Stempniewicz N, Davenport E, Wang J, Sweeney C. Herpes zoster vaccination in 50-59-year-olds: primary care knowledge and practices. Presented at the National Medical Association ( NMA) 2023 Annual Convention and Scientific Assembly; July 29, 2023. New Orleans, LA.

INTRODUCTION: Herpes zoster (HZ), a reactivation of the varicella-zoster virus, is characterized by a painful dermatomal rash and is associated with increased healthcare costs and decreased quality of life. Since 2018, the Advisory Committee on Immunization Practices (ACIP) has recommended recombinant zoster vaccine (RZV) for the prevention of HZ in adults aged ≥50 years. Despite these recommendations, RZV coverage for adults aged 50– 59 years remains suboptimal (7.3% in 2020). This study aimed to describe primary care providers (PCPs) knowledge, attitudes, and practices regarding HZ risk and vaccination for the prevention of HZ in adults aged 50–59 years.

METHODS: This was a cross-sectional web-based survey of 301 PCPs in the United States, including family physicians (N=100), internists (N=100), and nurse practitioners (N=101). Respondents were required to average ≥21 hours weekly in direct patient care, practice primary care (physicians), or adult primary or family care (nurse practitioners), report seeing patients aged 50-59 years, and provide electronic informed consent to participate. The survey included questions to assess PCPs knowledge, attitudes, and practices regarding HZ, adult vaccination, and HZ vaccination. Questions also assessed PCPs practice and demographic characteristics. Data were collected from 11/21/2022 to 11/30/2022. Descriptive statistics were used to summarize survey responses.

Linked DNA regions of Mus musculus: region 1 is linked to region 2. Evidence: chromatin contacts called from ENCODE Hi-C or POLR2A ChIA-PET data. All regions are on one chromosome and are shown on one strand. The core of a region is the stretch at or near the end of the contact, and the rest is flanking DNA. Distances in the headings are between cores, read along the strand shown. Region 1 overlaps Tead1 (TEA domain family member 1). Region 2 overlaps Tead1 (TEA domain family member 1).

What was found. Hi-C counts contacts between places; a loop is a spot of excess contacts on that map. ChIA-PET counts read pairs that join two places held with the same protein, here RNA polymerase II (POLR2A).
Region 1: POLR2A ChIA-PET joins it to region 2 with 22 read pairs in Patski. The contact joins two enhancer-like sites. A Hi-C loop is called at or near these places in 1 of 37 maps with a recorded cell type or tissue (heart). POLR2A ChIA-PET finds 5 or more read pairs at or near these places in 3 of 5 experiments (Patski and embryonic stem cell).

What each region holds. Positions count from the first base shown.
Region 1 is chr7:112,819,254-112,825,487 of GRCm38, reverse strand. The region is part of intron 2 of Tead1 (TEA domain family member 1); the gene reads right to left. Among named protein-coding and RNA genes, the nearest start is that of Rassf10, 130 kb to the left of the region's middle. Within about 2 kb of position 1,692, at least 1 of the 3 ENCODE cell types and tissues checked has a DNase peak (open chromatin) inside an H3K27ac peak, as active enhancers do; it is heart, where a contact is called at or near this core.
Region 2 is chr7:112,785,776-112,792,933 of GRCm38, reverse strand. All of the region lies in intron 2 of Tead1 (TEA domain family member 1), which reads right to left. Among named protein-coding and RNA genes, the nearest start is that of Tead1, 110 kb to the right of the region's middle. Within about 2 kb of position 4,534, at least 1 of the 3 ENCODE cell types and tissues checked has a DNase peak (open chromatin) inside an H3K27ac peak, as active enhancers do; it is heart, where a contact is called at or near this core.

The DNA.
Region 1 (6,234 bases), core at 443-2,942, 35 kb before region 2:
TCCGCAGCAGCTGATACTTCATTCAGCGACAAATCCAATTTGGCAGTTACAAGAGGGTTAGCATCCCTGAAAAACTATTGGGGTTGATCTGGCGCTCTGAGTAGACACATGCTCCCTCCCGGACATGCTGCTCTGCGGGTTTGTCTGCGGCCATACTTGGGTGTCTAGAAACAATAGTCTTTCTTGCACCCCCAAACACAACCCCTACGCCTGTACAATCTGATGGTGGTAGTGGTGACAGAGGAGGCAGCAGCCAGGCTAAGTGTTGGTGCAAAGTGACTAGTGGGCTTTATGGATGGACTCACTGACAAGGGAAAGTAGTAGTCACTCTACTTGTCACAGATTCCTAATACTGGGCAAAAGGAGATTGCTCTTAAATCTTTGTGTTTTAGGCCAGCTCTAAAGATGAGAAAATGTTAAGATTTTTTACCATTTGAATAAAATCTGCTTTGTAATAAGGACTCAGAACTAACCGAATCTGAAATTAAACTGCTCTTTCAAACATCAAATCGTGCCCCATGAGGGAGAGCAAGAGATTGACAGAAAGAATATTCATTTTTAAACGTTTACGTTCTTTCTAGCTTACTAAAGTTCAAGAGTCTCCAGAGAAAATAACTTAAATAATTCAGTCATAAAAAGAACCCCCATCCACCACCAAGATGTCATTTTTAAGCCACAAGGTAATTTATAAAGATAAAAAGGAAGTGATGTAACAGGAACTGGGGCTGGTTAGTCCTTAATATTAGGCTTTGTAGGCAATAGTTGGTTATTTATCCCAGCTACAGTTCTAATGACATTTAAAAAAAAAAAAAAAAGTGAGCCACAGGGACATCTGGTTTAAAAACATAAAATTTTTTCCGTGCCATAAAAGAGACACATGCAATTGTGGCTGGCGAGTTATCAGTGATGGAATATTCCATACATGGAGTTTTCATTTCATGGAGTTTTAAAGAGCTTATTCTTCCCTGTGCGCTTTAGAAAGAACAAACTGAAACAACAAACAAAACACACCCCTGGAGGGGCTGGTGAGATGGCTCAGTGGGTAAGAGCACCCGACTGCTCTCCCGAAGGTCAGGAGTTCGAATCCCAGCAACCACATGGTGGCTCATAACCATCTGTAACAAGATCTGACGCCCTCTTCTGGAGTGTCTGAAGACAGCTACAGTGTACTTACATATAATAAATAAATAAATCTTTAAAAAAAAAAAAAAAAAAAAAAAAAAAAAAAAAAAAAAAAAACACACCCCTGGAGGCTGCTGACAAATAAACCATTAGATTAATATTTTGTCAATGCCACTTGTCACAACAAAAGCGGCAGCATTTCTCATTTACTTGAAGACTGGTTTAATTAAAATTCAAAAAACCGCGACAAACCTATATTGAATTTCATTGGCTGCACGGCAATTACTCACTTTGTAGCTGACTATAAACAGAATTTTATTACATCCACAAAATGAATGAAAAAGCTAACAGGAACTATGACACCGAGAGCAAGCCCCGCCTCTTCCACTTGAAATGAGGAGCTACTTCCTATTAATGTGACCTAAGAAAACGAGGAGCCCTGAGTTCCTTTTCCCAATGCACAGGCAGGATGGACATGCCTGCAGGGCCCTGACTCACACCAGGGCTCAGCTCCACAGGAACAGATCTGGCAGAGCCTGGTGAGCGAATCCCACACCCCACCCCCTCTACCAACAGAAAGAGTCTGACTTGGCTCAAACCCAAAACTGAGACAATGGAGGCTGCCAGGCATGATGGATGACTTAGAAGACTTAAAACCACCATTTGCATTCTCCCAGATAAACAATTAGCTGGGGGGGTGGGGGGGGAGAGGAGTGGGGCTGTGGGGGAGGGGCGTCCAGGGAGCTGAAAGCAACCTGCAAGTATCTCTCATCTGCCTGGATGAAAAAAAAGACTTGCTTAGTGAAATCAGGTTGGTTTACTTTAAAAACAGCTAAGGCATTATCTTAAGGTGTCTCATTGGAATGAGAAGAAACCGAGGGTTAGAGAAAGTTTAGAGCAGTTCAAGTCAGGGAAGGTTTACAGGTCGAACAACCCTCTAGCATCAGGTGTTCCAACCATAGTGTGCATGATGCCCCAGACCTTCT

RESULTS: Overall, PCPs were knowledgeable about HZ: 82% correctly identified all risk factors for developing HZ, 86% identified postherpetic neuralgia (PHN) as the most common HZ complication, and 89% were aware that the risk of PHN after HZ increases with age. However, for HZ vaccination, only 44% and 29% of PCPs correctly identified FDA-approved indications and ACIP recommendations, respectively. This included a low awareness (39%) that vaccination is recommended for patients who previously received zoster vaccine live. Despite the fact that only 37% of PCPs felt that 50-59-year-olds were at very/extremely high risk for developing HZ (defined by selecting 4-5 on a 0-5 scale), 71% thought it was very/extremely important to vaccinate this age group against HZ. Overall, 81% of PCPs felt they were very/extremely likely to recommend a HZ vaccine to 50-59-year-olds; however, they only initiated conversations about HZ vaccination with 44% of patients in this age group during an average week. The most common circumstances identified by PCPs for not initiating such conversations were more urgent or acute issues to discuss during appointments (76%) and the patient being already vaccinated for HZ (69%). The most common barriers (moderate/major) to PCPs recommending HZ vaccination to 50-59-year olds included lack of time to assess risk factors during appointments (53%), the fact that patients may be due for other higher priority vaccines (45%), contraindications (45%), inadequate reimbursement for the vaccine (41%), and inability to confirm vaccination history (33%).

CONCLUSION: This survey identified gaps in PCPs’ knowledge and practices for HZ vaccination for adults aged 50-59 years. Given the important role PCPs have in prevention, as well as high HZ risk and suboptimal HZ vaccination coverage in adults aged 50-59 years, it is important to address these gaps. Support from other care team members may help ensure appropriate care for these patients.

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